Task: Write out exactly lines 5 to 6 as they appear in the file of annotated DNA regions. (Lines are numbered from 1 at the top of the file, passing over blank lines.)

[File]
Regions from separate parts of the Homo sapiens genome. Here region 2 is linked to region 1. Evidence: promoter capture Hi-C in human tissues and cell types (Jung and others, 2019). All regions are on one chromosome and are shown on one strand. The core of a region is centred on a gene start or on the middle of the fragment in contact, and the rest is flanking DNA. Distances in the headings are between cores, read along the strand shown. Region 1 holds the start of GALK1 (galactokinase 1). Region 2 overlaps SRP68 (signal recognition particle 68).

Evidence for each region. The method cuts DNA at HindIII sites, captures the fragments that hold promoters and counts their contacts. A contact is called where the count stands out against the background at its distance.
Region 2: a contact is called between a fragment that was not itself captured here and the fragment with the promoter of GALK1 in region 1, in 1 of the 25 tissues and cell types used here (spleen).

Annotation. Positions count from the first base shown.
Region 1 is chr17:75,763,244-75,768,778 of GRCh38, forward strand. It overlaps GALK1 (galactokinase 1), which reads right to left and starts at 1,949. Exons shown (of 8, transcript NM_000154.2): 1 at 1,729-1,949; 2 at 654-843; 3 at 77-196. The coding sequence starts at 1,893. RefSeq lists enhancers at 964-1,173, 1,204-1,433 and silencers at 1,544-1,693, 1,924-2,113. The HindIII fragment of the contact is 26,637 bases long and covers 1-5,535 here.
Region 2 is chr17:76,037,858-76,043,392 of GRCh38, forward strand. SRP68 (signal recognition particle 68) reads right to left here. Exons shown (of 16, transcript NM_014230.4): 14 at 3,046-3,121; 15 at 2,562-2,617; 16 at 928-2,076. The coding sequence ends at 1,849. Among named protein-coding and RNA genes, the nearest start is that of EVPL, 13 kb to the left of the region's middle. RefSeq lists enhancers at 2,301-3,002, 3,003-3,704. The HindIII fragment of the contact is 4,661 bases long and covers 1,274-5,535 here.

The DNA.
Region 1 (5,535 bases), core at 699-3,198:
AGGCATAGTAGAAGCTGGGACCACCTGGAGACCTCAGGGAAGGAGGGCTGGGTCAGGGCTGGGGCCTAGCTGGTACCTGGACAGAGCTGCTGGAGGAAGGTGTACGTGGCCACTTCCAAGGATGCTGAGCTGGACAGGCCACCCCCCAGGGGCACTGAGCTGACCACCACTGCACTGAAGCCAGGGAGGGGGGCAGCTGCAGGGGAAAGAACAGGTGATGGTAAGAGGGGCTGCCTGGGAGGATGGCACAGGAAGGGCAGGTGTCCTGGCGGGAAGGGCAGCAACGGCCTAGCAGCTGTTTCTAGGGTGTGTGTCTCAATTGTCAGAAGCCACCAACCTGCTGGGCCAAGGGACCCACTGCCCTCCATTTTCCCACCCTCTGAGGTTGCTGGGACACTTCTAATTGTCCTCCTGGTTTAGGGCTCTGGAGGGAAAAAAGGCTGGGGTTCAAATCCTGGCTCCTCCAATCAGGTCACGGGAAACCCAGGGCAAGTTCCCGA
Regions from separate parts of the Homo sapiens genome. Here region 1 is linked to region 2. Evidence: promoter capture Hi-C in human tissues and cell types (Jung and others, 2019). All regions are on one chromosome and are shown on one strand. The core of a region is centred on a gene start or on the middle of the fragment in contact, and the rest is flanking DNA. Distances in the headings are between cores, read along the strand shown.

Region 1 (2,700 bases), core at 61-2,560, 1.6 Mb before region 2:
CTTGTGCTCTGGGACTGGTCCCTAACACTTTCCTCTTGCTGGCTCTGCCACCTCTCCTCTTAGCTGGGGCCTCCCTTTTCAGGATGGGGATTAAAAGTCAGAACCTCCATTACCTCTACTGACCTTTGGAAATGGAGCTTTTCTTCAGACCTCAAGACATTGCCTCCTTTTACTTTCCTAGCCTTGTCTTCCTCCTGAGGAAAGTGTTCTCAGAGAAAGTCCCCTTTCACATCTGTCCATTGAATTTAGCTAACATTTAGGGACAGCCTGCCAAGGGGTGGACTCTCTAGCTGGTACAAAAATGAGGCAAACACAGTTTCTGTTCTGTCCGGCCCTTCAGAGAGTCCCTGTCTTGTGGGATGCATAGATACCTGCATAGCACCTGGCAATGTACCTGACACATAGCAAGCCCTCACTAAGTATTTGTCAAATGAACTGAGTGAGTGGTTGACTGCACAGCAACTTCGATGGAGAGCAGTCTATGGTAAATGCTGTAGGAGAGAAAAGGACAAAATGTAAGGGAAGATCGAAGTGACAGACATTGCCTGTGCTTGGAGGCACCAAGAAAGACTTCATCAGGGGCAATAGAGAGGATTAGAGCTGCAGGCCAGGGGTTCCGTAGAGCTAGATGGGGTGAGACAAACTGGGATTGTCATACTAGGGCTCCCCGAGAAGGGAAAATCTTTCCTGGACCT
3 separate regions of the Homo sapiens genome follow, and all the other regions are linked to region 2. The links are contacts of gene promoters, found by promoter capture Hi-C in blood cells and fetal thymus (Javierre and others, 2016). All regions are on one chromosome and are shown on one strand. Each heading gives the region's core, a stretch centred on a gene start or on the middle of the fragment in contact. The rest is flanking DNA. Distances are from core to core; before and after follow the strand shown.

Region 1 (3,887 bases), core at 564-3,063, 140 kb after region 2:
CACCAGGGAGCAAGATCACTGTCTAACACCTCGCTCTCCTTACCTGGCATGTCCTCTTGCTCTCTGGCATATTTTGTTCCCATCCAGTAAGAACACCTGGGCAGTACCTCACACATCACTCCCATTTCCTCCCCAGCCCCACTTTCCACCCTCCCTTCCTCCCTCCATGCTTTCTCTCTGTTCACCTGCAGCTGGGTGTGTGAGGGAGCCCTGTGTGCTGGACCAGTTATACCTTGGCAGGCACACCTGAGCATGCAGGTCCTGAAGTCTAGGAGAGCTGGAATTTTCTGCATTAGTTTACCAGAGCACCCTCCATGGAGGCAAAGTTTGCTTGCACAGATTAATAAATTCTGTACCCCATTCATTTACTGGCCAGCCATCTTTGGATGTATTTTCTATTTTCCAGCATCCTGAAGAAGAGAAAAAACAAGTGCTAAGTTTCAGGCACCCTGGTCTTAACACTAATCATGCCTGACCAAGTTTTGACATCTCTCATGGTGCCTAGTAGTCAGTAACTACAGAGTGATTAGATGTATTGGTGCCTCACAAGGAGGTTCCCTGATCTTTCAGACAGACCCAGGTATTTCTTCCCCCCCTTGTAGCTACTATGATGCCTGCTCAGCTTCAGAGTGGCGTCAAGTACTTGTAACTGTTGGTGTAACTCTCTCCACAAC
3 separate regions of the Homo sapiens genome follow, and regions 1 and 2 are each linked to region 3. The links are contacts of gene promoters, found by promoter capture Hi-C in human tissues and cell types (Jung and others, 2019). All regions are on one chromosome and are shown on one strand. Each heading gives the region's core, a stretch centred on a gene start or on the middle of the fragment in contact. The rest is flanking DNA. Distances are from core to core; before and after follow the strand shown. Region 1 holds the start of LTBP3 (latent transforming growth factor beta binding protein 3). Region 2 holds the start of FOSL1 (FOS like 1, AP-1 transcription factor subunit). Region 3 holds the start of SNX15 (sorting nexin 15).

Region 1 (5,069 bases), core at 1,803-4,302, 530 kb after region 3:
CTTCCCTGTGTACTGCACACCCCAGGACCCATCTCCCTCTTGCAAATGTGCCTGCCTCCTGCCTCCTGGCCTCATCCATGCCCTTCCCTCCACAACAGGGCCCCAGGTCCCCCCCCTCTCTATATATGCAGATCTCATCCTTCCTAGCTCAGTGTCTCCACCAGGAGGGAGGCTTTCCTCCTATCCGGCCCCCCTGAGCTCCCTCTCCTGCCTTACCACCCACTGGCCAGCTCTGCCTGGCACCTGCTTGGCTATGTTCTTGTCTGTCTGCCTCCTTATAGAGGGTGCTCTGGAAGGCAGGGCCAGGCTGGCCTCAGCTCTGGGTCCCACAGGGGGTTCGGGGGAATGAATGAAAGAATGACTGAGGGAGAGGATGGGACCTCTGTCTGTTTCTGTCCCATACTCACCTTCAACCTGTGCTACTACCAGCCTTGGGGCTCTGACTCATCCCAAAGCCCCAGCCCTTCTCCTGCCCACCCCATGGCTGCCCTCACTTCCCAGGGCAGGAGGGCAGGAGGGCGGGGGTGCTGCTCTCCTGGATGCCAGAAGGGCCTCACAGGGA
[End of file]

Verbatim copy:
Region 1 is chr17:75,763,244-75,768,778 of GRCh38, forward strand. It overlaps GALK1 (galactokinase 1), which reads right to left and starts at 1,949. Exons shown (of 8, transcript NM_000154.2): 1 at 1,729-1,949; 2 at 654-843; 3 at 77-196. The coding sequence starts at 1,893. RefSeq lists enhancers at 964-1,173, 1,204-1,433 and silencers at 1,544-1,693, 1,924-2,113. The HindIII fragment of the contact is 26,637 bases long and covers 1-5,535 here.
Region 2 is chr17:76,037,858-76,043,392 of GRCh38, forward strand. SRP68 (signal recognition particle 68) reads right to left here. Exons shown (of 16, transcript NM_014230.4): 14 at 3,046-3,121; 15 at 2,562-2,617; 16 at 928-2,076. The coding sequence ends at 1,849. Among named protein-coding and RNA genes, the nearest start is that of EVPL, 13 kb to the left of the region's middle. RefSeq lists enhancers at 2,301-3,002, 3,003-3,704. The HindIII fragment of the contact is 4,661 bases long and covers 1,274-5,535 here.